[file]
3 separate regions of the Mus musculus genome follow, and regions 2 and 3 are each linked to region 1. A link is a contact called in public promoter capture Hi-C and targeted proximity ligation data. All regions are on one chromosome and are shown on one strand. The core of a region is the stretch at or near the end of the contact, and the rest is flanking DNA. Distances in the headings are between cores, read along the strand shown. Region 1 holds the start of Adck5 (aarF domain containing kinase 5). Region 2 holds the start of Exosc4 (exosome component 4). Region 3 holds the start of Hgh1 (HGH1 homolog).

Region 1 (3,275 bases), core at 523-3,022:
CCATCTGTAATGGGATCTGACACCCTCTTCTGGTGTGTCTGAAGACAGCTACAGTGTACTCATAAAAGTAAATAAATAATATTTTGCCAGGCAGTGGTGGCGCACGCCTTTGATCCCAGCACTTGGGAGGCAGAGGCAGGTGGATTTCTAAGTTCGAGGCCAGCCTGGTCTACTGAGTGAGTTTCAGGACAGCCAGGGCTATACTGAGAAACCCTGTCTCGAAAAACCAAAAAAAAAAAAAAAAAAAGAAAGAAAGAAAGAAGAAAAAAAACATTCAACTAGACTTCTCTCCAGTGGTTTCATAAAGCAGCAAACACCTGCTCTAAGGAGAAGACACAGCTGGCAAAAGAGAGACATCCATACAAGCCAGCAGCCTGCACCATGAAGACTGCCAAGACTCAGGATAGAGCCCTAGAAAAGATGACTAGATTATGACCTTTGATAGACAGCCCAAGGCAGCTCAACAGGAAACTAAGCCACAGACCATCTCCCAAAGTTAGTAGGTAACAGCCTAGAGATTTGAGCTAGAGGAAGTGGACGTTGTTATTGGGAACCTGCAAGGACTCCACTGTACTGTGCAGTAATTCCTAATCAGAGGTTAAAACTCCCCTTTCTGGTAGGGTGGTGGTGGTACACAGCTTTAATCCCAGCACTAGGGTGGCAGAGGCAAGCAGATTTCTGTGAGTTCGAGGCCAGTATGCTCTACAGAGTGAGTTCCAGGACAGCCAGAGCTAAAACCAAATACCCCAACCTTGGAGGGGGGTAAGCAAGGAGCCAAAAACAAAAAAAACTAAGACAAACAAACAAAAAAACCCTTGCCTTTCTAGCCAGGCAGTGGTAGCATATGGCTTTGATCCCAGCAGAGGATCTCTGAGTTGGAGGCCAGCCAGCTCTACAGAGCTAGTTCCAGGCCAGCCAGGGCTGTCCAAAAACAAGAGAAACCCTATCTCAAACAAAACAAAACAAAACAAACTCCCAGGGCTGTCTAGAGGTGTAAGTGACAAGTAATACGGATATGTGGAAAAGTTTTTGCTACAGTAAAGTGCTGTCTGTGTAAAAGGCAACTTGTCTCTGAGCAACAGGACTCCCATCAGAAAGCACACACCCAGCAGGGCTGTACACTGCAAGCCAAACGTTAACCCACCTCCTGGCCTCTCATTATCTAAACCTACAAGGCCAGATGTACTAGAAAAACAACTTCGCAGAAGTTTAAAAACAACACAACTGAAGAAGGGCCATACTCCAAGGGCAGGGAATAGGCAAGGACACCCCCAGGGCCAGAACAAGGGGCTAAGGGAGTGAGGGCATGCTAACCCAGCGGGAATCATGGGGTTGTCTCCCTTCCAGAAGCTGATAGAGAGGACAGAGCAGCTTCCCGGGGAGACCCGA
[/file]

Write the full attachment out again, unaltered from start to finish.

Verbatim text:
3 separate regions of the Mus musculus genome follow, and regions 2 and 3 are each linked to region 1. A link is a contact called in public promoter capture Hi-C and targeted proximity ligation data. All regions are on one chromosome and are shown on one strand. The core of a region is the stretch at or near the end of the contact, and the rest is flanking DNA. Distances in the headings are between cores, read along the strand shown. Region 1 holds the start of Adck5 (aarF domain containing kinase 5). Region 2 holds the start of Exosc4 (exosome component 4). Region 3 holds the start of Hgh1 (HGH1 homolog).

Region 1 (3,275 bases), core at 523-3,022:
CCATCTGTAATGGGATCTGACACCCTCTTCTGGTGTGTCTGAAGACAGCTACAGTGTACTCATAAAAGTAAATAAATAATATTTTGCCAGGCAGTGGTGGCGCACGCCTTTGATCCCAGCACTTGGGAGGCAGAGGCAGGTGGATTTCTAAGTTCGAGGCCAGCCTGGTCTACTGAGTGAGTTTCAGGACAGCCAGGGCTATACTGAGAAACCCTGTCTCGAAAAACCAAAAAAAAAAAAAAAAAAAGAAAGAAAGAAAGAAGAAAAAAAACATTCAACTAGACTTCTCTCCAGTGGTTTCATAAAGCAGCAAACACCTGCTCTAAGGAGAAGACACAGCTGGCAAAAGAGAGACATCCATACAAGCCAGCAGCCTGCACCATGAAGACTGCCAAGACTCAGGATAGAGCCCTAGAAAAGATGACTAGATTATGACCTTTGATAGACAGCCCAAGGCAGCTCAACAGGAAACTAAGCCACAGACCATCTCCCAAAGTTAGTAGGTAACAGCCTAGAGATTTGAGCTAGAGGAAGTGGACGTTGTTATTGGGAACCTGCAAGGACTCCACTGTACTGTGCAGTAATTCCTAATCAGAGGTTAAAACTCCCCTTTCTGGTAGGGTGGTGGTGGTACACAGCTTTAATCCCAGCACTAGGGTGGCAGAGGCAAGCAGATTTCTGTGAGTTCGAGGCCAGTATGCTCTACAGAGTGAGTTCCAGGACAGCCAGAGCTAAAACCAAATACCCCAACCTTGGAGGGGGGTAAGCAAGGAGCCAAAAACAAAAAAAACTAAGACAAACAAACAAAAAAACCCTTGCCTTTCTAGCCAGGCAGTGGTAGCATATGGCTTTGATCCCAGCAGAGGATCTCTGAGTTGGAGGCCAGCCAGCTCTACAGAGCTAGTTCCAGGCCAGCCAGGGCTGTCCAAAAACAAGAGAAACCCTATCTCAAACAAAACAAAACAAAACAAACTCCCAGGGCTGTCTAGAGGTGTAAGTGACAAGTAATACGGATATGTGGAAAAGTTTTTGCTACAGTAAAGTGCTGTCTGTGTAAAAGGCAACTTGTCTCTGAGCAACAGGACTCCCATCAGAAAGCACACACCCAGCAGGGCTGTACACTGCAAGCCAAACGTTAACCCACCTCCTGGCCTCTCATTATCTAAACCTACAAGGCCAGATGTACTAGAAAAACAACTTCGCAGAAGTTTAAAAACAACACAACTGAAGAAGGGCCATACTCCAAGGGCAGGGAATAGGCAAGGACACCCCCAGGGCCAGAACAAGGGGCTAAGGGAGTGAGGGCATGCTAACCCAGCGGGAATCATGGGGTTGTCTCCCTTCCAGAAGCTGATAGAGAGGACAGAGCAGCTTCCCGGGGAGACCCGA